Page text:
Linux Interview Questions And Answers

10 Highly Important Linux Interview Questions And Answers

Are you searching for Linux interview questions and answers? The team at GoApti has prepared a list of 10 questions to assist you in your preparation.

Click here to learn more about some frequently asked non-technical interview questions.

1. What are the different layers in a Linux operating system?

The layers present in a Linux operating system are:

  • Hardware: The innermost layer consists of physical devices like RAM, CPU, etc. There may be driver software to communicate with devices in some OS.
  • Kernel: Kernel is the heart of an OS which hides the complexities of the underlying hardware and provides a high-level abstraction to upper layers. There are different types of kernels: microkernel, monolithic kernel, etc. The Linux kernel is of monolithic type.
  • Shell: The shell is a program that runs on top of the kernel. It acts as the primary method of interaction between the user and the kernel. In other words, it is a program that can run other programs. The shell accepts commands and passes it for execution. Nowadays, GUI has replaced the shell to a large extent.
  • Utility Programs (utilities): These are programs or software that run on top of the operating system. They help users for day-to-day generic activities like scheduling a cron job or for specific tasks like creating text documents.

2. What are the three popular Linux shells?

  • Bash Shell: It is the default shell in many Linux/Unix distributions. Bash has features like:
    • Edit command history.
    • Shell functions and gives aliases to it.
    • Unlimited command history.
    • Array with unlimited size.
  • Tcsh/Csh Shell (also known as C shell): Tcsh is an enhanced C shell. It has the following features:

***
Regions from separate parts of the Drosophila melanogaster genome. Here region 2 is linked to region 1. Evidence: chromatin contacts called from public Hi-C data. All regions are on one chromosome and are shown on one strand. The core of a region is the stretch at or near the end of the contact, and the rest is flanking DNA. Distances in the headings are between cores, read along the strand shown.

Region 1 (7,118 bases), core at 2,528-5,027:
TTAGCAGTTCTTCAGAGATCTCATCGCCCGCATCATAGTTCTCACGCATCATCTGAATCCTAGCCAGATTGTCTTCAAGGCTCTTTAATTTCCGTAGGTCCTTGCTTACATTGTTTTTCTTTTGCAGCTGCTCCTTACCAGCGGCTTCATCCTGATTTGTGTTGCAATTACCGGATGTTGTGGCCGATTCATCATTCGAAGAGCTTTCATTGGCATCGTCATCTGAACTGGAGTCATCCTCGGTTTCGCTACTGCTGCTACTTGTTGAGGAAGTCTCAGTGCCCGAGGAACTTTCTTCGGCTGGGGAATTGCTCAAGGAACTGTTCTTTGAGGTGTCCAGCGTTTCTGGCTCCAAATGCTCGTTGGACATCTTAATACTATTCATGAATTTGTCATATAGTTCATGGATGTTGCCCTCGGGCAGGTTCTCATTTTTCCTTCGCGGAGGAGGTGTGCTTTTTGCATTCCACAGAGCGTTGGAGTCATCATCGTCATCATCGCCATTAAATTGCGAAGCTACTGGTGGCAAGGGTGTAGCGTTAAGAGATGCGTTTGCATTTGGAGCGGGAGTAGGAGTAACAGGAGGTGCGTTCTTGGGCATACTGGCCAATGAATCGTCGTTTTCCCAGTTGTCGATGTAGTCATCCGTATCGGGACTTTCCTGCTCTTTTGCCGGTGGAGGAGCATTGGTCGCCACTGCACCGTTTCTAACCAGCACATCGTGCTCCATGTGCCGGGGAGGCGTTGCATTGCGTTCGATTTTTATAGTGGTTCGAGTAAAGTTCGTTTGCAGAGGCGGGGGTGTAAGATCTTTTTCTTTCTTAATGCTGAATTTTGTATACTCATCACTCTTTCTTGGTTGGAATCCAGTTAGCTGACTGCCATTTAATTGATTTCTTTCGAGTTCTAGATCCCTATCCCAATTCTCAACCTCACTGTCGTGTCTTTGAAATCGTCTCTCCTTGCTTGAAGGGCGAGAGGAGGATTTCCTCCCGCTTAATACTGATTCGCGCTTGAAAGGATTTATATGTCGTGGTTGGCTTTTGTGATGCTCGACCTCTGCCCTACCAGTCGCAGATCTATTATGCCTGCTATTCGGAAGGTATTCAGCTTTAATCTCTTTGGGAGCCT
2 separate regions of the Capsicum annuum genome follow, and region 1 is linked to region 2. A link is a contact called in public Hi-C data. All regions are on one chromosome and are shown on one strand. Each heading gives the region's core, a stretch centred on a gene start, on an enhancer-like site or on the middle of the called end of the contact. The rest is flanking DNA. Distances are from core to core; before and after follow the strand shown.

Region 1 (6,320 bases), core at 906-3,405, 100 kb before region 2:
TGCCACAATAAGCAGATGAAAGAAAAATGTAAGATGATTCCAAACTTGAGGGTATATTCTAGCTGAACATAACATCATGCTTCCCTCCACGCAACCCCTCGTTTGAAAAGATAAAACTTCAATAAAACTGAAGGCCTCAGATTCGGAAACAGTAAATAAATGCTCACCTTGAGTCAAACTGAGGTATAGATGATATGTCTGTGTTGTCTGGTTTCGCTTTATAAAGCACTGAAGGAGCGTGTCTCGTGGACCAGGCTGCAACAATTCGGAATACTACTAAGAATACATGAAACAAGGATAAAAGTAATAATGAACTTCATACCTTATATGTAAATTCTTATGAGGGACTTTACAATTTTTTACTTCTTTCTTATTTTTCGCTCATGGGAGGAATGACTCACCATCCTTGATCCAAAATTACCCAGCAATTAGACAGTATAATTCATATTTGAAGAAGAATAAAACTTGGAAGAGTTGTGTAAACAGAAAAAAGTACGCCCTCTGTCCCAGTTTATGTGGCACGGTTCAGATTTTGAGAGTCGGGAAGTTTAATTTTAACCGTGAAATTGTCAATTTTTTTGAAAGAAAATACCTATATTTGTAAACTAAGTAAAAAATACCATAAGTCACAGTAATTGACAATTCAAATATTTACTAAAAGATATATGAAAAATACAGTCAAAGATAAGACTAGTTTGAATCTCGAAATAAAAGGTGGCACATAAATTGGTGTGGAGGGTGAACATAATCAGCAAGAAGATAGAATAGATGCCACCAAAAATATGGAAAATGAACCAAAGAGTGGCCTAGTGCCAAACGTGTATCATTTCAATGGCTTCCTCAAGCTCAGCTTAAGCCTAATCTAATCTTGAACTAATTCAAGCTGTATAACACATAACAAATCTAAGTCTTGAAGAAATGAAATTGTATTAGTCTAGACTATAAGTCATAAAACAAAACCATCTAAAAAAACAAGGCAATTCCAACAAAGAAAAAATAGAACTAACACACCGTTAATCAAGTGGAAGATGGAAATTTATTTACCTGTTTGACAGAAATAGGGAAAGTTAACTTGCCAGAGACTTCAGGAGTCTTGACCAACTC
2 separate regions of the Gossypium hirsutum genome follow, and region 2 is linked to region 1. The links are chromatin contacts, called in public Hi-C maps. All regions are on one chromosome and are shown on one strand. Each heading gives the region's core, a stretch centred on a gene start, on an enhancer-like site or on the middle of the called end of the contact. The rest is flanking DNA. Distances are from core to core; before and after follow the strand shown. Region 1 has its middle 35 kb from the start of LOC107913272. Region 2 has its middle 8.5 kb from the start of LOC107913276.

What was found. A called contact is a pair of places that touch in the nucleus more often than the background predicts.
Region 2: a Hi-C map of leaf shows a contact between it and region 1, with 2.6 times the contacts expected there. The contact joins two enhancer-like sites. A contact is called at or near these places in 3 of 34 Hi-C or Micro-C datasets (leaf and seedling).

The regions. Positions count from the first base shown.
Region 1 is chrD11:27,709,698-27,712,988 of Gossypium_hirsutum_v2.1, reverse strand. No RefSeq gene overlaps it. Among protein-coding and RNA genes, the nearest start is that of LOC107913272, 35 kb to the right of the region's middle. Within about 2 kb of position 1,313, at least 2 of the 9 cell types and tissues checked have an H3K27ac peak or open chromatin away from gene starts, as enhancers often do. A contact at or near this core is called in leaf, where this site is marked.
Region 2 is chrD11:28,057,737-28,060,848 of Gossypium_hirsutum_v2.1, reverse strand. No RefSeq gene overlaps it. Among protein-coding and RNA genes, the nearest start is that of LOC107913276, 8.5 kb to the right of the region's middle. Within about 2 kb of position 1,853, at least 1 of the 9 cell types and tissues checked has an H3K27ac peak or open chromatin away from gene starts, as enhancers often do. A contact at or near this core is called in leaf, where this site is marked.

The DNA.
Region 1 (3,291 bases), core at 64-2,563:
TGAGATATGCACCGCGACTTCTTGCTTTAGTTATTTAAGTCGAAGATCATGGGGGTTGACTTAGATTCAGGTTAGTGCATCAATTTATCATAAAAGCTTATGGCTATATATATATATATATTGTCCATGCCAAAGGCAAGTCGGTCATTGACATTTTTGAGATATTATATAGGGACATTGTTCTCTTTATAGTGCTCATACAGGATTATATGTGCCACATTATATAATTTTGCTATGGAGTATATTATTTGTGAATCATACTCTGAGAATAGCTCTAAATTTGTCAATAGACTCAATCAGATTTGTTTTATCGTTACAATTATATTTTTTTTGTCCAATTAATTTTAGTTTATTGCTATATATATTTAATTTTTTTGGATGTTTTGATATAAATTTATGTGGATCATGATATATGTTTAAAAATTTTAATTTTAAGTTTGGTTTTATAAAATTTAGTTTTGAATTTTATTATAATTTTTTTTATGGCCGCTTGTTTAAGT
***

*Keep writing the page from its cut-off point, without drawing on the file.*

• More of C like syntax.
    • Auto-completion of words and filename is programmable.
    • Spell check.
    • Job control.
  • K Shell: The K shell is known as Korn shell or Ksh. Much more than an interactive shell, the K shell is a complete, powerful, high-level programming language. Some features of the K shell are:
    • Options and variables that give you more ways to customize your environment.
    • Advanced security features.
    • Advanced regular expressions and well-known utilities like grep and awk.

3. What are Manual Pages?

Manual pages hold an explanation of every available command. The manual page for a specific command contains the entire information about that command.

How do you invoke the manual pages command? “Man ls” is one way of calling the command. This command shows a detailed explanation of the “ls” command. Manual pages are categorized into different categories: user commands, system calls, library functions, etc.

The general layout of a manual page is:

  • NAME: The name of the command or function and a brief explanation about it.
  • SYNOPSIS: Tells how to run the command and the parameters it takes. For functions, a list of the parameters it takes and the name of the header file which contains its definition.
  • DESCRIPTION: A detailed description of the command or function we are searching for.
  • EXAMPLES: Some examples of the command’s usages.
  • SEE ALSO: This section contains a list of related commands or functions.

4. How do you retrieve the list of currently running processes and resource utilization in Linux?

This is one of the basic Linux interview questions. Below is the process and resource utilization in Linux are as follows:

The “top” command is used for this requirement. It gives information about each process running on the machine like:

  • Process ID (PID).
  • Owner of the process (USER).
  • The priority of the process (PR).
  • Percentage of CPU (%CPU).
  • Percentage of memory.
  • Total CPU time spent on the process.
  • Command used to start a process.

Commonly used parameters employed with the top command are:

  • top -u -> Process by a user.